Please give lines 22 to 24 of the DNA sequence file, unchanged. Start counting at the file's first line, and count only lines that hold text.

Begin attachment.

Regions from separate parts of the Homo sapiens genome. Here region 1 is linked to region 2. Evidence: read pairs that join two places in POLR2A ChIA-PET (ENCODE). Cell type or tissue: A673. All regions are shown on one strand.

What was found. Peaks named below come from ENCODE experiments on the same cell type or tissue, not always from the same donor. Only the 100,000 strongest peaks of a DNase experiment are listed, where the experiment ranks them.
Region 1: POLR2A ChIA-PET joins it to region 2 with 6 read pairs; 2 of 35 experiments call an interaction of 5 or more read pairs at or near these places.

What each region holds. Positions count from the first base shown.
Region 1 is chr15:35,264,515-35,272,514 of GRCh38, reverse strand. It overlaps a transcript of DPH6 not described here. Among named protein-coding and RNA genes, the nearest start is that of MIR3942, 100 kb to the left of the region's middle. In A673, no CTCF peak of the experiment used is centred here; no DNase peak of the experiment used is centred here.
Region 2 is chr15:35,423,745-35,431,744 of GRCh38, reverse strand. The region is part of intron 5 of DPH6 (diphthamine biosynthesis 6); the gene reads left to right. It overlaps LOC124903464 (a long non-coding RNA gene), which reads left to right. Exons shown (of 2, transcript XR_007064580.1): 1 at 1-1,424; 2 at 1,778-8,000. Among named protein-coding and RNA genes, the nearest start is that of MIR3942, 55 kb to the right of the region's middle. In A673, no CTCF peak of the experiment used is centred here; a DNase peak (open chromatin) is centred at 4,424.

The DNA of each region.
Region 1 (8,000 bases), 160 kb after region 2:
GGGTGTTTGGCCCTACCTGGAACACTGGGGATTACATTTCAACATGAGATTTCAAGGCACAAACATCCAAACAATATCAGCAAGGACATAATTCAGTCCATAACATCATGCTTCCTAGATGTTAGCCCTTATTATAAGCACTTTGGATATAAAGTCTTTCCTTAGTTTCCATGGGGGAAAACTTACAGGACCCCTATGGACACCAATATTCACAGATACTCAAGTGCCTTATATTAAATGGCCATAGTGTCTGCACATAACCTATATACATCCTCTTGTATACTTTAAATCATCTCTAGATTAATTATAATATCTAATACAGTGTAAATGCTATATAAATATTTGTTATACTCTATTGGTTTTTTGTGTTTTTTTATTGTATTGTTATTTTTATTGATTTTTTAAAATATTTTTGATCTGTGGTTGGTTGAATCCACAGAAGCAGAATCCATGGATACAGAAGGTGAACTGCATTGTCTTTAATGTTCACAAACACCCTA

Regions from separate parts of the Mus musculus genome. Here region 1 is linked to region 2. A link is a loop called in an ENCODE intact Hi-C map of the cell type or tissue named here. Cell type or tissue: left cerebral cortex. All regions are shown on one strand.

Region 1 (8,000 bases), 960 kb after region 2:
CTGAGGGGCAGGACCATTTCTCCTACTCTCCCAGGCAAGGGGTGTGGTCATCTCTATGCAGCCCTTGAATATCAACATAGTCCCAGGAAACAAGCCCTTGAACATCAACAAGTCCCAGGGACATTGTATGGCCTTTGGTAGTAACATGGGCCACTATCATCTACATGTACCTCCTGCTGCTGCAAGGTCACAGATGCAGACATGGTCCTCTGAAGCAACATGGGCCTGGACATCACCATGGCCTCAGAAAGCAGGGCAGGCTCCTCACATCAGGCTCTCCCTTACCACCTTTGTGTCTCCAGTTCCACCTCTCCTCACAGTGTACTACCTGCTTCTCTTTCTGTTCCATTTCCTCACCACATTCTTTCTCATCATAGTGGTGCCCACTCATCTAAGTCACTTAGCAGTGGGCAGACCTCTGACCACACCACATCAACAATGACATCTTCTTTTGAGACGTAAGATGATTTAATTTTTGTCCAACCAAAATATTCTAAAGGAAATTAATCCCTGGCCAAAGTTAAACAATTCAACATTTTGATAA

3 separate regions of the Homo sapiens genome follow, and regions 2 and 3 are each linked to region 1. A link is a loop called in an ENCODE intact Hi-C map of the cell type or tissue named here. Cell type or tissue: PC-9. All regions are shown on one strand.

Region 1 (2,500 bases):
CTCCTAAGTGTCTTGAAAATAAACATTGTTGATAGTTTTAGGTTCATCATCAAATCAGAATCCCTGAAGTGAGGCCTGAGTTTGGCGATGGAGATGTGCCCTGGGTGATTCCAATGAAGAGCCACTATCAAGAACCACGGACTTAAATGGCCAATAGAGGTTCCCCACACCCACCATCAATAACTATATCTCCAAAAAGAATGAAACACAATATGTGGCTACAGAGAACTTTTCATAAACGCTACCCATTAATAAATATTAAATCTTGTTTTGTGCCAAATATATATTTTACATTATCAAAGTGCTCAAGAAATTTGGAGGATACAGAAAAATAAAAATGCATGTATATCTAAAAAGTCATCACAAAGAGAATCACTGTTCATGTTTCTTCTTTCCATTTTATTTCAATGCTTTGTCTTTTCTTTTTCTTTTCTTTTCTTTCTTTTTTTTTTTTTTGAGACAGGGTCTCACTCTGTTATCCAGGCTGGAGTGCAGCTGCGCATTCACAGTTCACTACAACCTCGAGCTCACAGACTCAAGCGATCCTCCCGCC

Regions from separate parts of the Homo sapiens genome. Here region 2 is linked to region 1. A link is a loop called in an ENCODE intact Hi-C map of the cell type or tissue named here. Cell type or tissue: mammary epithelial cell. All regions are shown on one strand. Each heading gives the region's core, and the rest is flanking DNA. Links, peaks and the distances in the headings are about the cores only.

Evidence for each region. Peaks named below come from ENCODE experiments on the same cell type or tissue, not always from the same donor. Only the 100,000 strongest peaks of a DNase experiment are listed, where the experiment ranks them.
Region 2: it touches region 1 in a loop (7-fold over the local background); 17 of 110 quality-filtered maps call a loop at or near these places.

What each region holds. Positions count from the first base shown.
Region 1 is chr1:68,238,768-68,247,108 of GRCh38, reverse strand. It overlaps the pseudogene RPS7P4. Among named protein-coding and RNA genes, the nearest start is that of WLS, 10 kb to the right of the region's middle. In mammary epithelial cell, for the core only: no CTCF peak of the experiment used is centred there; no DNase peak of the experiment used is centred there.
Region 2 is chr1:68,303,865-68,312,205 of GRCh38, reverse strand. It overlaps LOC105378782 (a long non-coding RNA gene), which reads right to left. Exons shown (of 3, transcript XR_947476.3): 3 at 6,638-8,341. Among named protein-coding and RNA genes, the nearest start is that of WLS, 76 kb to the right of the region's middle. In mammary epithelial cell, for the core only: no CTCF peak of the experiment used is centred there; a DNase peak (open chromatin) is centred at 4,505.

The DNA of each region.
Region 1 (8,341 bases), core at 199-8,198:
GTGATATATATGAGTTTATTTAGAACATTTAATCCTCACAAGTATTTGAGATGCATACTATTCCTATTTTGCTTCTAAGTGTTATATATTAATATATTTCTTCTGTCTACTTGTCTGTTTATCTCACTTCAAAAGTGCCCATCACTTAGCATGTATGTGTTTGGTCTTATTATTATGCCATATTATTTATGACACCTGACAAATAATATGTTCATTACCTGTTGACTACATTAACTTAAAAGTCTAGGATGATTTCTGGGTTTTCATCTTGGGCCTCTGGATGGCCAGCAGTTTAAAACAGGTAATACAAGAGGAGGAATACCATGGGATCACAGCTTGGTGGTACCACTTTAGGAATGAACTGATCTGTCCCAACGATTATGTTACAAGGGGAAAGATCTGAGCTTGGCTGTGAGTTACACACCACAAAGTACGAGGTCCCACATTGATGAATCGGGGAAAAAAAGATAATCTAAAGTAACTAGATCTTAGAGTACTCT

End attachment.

The DNA of each region.
Region 1 (8,341 bases), core at 199-8,198:
GTGATATATATGAGTTTATTTAGAACATTTAATCCTCACAAGTATTTGAGATGCATACTATTCCTATTTTGCTTCTAAGTGTTATATATTAATATATTTCTTCTGTCTACTTGTCTGTTTATCTCACTTCAAAAGTGCCCATCACTTAGCATGTATGTGTTTGGTCTTATTATTATGCCATATTATTTATGACACCTGACAAATAATATGTTCATTACCTGTTGACTACATTAACTTAAAAGTCTAGGATGATTTCTGGGTTTTCATCTTGGGCCTCTGGATGGCCAGCAGTTTAAAACAGGTAATACAAGAGGAGGAATACCATGGGATCACAGCTTGGTGGTACCACTTTAGGAATGAACTGATCTGTCCCAACGATTATGTTACAAGGGGAAAGATCTGAGCTTGGCTGTGAGTTACACACCACAAAGTACGAGGTCCCACATTGATGAATCGGGGAAAAAAAGATAATCTAAAGTAACTAGATCTTAGAGTACTCT